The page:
My friend Tom Ragin has died. I met him seven years ago, almost as soon as I moved back to Alton, at a YWCA Legacy celebration, at the Jacoby Arts Center. I was proud to have written parts of the program and direct it. I interviewed civil rights pioneer Josephine Beckwith for the event, which would lead to me writing a book, and also that night I met the affable Mr. Raglin, who was sitting in the front row.
Jim Killion, when I interviewed him for my book, told me there were “bricklayers and brick throwers” in the Alton civil rights days. His father, James Killion, and Mr. Raglin, among others, were definitely “brick layers,” calm forces for change in a time when most Alton stores and restaurants refused to serve Blacks, and the KKK (one of their first headquarters was the now Main Street Methodist Church) was active in anti-Black activities, including cross burnings.
Tom Raglin was born in Danville. He held a BA in Industrial Education and an MA in School Administration. He was obsessed with flight, and he became the first African American aircraft mechanic for the 126th Refueling group at Chicago’s O’Hare Field. In his own words: “The U. S. Army introduced me to Aircraft Mechanics through their Helicopter Maintenance Program… I became employed with McDonnell Aircraft Company in S. Louis… I helped build the following aircraft: F-N2, F-101A and B, F-4 Phantom II and the Gemini Space Capsule.” He also was director of maintenance for the Chicago Suburban Transit Authority.
In Alton, Tom worked in the school district as an instructor in vocational training—engine repair, aviation flying and sketch drafting among other subjects. In 1997, he brought the Air Force ROTC program to Alton High School.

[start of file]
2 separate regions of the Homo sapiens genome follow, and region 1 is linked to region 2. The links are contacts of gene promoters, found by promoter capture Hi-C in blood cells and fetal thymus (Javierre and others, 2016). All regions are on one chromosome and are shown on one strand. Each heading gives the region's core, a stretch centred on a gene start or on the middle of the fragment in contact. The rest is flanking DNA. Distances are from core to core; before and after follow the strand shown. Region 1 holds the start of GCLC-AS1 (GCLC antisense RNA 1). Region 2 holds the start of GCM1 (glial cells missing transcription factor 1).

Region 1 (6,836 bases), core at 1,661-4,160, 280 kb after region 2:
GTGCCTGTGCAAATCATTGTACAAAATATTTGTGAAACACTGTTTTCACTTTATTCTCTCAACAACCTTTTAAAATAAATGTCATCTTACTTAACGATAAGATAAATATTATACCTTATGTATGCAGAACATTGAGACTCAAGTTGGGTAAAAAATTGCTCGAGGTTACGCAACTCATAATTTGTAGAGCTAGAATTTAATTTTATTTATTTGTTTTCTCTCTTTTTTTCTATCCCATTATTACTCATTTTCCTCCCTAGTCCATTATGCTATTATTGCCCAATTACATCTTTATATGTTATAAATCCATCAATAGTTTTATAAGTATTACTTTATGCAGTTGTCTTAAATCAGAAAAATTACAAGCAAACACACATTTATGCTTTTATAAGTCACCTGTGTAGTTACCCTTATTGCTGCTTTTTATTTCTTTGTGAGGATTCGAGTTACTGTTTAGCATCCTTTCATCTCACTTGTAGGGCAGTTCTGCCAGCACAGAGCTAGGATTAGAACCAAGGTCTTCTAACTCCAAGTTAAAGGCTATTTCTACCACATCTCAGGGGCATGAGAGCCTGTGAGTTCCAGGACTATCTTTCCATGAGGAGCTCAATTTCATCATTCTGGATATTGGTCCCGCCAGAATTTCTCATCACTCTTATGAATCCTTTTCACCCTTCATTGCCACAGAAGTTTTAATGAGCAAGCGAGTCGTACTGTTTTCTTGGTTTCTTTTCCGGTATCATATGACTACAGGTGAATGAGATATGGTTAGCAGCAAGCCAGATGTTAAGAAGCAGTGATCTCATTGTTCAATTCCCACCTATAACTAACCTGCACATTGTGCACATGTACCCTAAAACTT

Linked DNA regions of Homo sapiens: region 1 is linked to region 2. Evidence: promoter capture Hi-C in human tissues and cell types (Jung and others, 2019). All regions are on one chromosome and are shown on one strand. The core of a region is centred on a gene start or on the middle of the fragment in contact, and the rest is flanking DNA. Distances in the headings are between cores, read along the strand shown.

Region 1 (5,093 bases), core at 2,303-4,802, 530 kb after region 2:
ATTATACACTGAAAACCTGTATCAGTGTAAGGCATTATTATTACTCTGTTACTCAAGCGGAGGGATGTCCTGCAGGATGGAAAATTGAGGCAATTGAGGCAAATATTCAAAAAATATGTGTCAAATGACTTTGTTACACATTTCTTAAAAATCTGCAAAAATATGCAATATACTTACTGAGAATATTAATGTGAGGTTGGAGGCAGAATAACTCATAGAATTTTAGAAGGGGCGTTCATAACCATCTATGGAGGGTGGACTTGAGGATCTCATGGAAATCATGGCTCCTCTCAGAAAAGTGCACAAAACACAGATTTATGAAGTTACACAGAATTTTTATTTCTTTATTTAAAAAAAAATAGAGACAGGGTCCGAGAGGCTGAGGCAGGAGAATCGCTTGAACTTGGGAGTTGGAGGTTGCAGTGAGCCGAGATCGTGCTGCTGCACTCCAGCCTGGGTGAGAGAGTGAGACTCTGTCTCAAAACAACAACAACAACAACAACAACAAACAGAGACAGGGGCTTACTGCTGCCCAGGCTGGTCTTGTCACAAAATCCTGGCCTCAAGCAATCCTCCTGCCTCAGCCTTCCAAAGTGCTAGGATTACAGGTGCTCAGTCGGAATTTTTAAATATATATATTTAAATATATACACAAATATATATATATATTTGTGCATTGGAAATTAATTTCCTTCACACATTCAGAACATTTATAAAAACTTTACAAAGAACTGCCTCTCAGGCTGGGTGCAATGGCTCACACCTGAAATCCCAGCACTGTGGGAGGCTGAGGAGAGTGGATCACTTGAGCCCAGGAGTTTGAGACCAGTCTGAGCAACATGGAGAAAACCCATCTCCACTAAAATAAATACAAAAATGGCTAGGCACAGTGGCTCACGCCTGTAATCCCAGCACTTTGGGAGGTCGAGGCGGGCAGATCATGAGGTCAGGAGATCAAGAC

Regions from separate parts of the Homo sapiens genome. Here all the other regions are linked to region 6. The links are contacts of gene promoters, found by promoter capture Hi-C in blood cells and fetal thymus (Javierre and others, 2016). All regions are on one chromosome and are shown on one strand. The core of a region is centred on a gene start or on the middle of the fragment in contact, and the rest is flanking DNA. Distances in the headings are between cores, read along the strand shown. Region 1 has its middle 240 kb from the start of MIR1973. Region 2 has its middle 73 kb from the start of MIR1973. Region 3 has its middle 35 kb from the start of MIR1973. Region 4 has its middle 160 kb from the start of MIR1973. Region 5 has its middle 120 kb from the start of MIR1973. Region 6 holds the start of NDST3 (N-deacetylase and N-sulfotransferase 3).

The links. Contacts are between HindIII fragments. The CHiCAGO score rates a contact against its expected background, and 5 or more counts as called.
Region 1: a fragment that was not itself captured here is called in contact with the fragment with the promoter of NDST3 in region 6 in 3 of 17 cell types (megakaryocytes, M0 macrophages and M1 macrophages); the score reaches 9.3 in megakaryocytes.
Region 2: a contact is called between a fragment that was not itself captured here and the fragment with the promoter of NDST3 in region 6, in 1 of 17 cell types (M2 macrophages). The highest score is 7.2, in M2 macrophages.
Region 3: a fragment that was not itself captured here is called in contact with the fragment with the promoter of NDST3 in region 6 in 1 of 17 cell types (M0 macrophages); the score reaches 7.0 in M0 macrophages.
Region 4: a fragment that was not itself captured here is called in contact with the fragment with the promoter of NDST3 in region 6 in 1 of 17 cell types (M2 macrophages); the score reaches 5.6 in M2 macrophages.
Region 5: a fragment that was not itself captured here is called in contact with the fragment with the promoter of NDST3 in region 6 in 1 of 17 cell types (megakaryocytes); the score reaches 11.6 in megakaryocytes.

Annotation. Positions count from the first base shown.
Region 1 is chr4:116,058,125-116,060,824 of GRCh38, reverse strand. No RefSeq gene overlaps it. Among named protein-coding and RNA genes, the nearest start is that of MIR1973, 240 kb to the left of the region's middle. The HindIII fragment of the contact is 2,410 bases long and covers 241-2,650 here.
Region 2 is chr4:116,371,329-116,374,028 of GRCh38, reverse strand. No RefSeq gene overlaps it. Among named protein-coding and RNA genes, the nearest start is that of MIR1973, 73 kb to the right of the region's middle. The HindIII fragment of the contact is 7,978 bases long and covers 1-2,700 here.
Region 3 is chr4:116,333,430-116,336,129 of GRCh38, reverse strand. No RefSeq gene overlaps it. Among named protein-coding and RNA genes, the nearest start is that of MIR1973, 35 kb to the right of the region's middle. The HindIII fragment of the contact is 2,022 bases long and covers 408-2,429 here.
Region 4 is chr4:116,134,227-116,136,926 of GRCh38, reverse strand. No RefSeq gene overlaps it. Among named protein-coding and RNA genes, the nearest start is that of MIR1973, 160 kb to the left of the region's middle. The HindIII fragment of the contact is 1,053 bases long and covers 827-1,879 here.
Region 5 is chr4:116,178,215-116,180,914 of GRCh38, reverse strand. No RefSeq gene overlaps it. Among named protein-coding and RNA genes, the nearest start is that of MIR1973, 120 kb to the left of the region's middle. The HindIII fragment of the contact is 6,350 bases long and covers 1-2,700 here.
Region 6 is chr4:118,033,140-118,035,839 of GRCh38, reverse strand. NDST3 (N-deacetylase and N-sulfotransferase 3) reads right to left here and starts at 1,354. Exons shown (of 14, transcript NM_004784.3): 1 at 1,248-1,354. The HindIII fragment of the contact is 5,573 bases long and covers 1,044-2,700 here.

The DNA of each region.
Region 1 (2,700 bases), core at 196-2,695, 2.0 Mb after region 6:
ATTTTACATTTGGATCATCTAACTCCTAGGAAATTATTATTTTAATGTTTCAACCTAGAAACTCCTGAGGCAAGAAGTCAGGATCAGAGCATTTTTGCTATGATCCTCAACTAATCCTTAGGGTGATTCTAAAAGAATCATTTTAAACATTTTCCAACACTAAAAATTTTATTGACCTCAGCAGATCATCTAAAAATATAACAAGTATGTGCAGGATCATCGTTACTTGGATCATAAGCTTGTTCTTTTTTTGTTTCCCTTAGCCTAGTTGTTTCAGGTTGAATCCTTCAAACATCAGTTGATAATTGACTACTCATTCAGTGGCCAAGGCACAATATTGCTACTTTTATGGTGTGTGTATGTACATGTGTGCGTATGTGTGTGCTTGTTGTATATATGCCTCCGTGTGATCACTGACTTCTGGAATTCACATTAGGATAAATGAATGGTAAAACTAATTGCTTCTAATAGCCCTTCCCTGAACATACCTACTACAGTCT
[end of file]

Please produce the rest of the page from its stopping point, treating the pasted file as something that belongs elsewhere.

Mr. Raglin’s flight obsession led him to become an adjunct member of the Illinois Dodo chapter of the Tuskegee Airmen, the very same chapter which dubbed me an ‘honorary Black man,’ for my decade of work. In Alton, Mr. Raglin heard about Jerseyville’s “Cisco Kids,” George and Arnold Cisco, brother pilots in the Tuskegee Airmen in World War II, and he wrote an essay about them. He learned that I had been a researcher/interviewer for the National Tuskegee Airmen Oral History Project, and he read my pieces about the Cisco boys in The Telegraph, and a friendship was born.
It was Tom who came up with the idea of having a statue of the great Miles Davis placed in Alton, organizing a committee at the Museum of History & Art. A separate committee followed through on Tom’s idea, causing some bad feelings among African Americans which linger to this day. He became the first chairman of the Miles Davis Jazz Festival, an event at which I saw him for several years.
I have told you what the man did. I have not mentioned his character. Tom was loving, generous, respectful of his students, a Renaissance man and curious to a fault, a friend and, dare I say it, a father figure to me. Sadly, the past two years, Tom’s memory faded. It was hard to watch such a vibrant man in decline.
Tom, pardon my metaphor, you are flying free and you are with your Cisco kids in the Wild Blue Yonder, and I imagine all you guys are talking about plane engines, as my Tuskegee Airmen brothers would do when I attempted to mine the facts of their lives. And like those fierce men, you acted as an American and expected and received your rights, race be damned. (TA Colonel “Wild Bill” Thompson to me: “Do not talk about civil rights; we are officers and gentlemen.”) Alton is the better for your service, and I am so lucky and honored to have known you.